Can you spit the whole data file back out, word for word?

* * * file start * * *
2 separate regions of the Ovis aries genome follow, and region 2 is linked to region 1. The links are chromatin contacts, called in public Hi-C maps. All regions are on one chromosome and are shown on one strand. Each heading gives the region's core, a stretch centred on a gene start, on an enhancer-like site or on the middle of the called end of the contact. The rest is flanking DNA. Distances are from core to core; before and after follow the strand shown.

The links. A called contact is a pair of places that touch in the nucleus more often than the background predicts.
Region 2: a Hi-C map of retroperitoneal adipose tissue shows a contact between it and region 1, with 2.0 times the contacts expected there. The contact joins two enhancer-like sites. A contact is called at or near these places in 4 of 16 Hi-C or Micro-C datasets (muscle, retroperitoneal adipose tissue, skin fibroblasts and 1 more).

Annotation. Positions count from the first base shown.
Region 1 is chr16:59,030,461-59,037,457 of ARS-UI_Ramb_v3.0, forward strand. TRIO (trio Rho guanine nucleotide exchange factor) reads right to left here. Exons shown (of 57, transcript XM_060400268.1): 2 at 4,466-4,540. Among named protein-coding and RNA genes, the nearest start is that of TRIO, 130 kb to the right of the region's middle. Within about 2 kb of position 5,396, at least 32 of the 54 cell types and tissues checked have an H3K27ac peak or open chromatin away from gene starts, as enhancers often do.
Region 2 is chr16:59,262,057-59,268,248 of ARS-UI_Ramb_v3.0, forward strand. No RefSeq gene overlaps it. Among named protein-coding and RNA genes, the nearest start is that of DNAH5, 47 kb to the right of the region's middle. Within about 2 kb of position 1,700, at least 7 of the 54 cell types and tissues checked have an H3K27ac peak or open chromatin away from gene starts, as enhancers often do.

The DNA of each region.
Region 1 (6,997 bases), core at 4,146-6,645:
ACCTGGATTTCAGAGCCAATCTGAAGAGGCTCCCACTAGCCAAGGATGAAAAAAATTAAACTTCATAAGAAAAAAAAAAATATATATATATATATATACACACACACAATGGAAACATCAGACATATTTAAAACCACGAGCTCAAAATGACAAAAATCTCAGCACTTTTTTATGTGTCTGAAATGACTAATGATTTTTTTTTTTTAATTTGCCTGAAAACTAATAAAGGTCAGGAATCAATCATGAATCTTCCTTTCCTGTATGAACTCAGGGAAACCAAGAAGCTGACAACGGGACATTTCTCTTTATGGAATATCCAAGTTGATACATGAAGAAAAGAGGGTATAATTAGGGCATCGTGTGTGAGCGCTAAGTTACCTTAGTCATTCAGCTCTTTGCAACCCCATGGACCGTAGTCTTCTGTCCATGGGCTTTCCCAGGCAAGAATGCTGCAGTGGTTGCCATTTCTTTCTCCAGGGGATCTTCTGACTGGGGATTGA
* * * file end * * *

2 separate regions of the Ovis aries genome follow, and region 2 is linked to region 1. The links are chromatin contacts, called in public Hi-C maps. All regions are on one chromosome and are shown on one strand. Each heading gives the region's core, a stretch centred on a gene start, on an enhancer-like site or on the middle of the called end of the contact. The rest is flanking DNA. Distances are from core to core; before and after follow the strand shown.

The links. A called contact is a pair of places that touch in the nucleus more often than the background predicts.
Region 2: a Hi-C map of retroperitoneal adipose tissue shows a contact between it and region 1, with 2.0 times the contacts expected there. The contact joins two enhancer-like sites. A contact is called at or near these places in 4 of 16 Hi-C or Micro-C datasets (muscle, retroperitoneal adipose tissue, skin fibroblasts and 1 more).

Annotation. Positions count from the first base shown.
Region 1 is chr16:59,030,461-59,037,457 of ARS-UI_Ramb_v3.0, forward strand. TRIO (trio Rho guanine nucleotide exchange factor) reads right to left here. Exons shown (of 57, transcript XM_060400268.1): 2 at 4,466-4,540. Among named protein-coding and RNA genes, the nearest start is that of TRIO, 130 kb to the right of the region's middle. Within about 2 kb of position 5,396, at least 32 of the 54 cell types and tissues checked have an H3K27ac peak or open chromatin away from gene starts, as enhancers often do.
Region 2 is chr16:59,262,057-59,268,248 of ARS-UI_Ramb_v3.0, forward strand. No RefSeq gene overlaps it. Among named protein-coding and RNA genes, the nearest start is that of DNAH5, 47 kb to the right of the region's middle. Within about 2 kb of position 1,700, at least 7 of the 54 cell types and tissues checked have an H3K27ac peak or open chromatin away from gene starts, as enhancers often do.

The DNA of each region.
Region 1 (6,997 bases), core at 4,146-6,645:
ACCTGGATTTCAGAGCCAATCTGAAGAGGCTCCCACTAGCCAAGGATGAAAAAAATTAAACTTCATAAGAAAAAAAAAAATATATATATATATATATACACACACACAATGGAAACATCAGACATATTTAAAACCACGAGCTCAAAATGACAAAAATCTCAGCACTTTTTTATGTGTCTGAAATGACTAATGATTTTTTTTTTTTAATTTGCCTGAAAACTAATAAAGGTCAGGAATCAATCATGAATCTTCCTTTCCTGTATGAACTCAGGGAAACCAAGAAGCTGACAACGGGACATTTCTCTTTATGGAATATCCAAGTTGATACATGAAGAAAAGAGGGTATAATTAGGGCATCGTGTGTGAGCGCTAAGTTACCTTAGTCATTCAGCTCTTTGCAACCCCATGGACCGTAGTCTTCTGTCCATGGGCTTTCCCAGGCAAGAATGCTGCAGTGGTTGCCATTTCTTTCTCCAGGGGATCTTCTGACTGGGGATTGA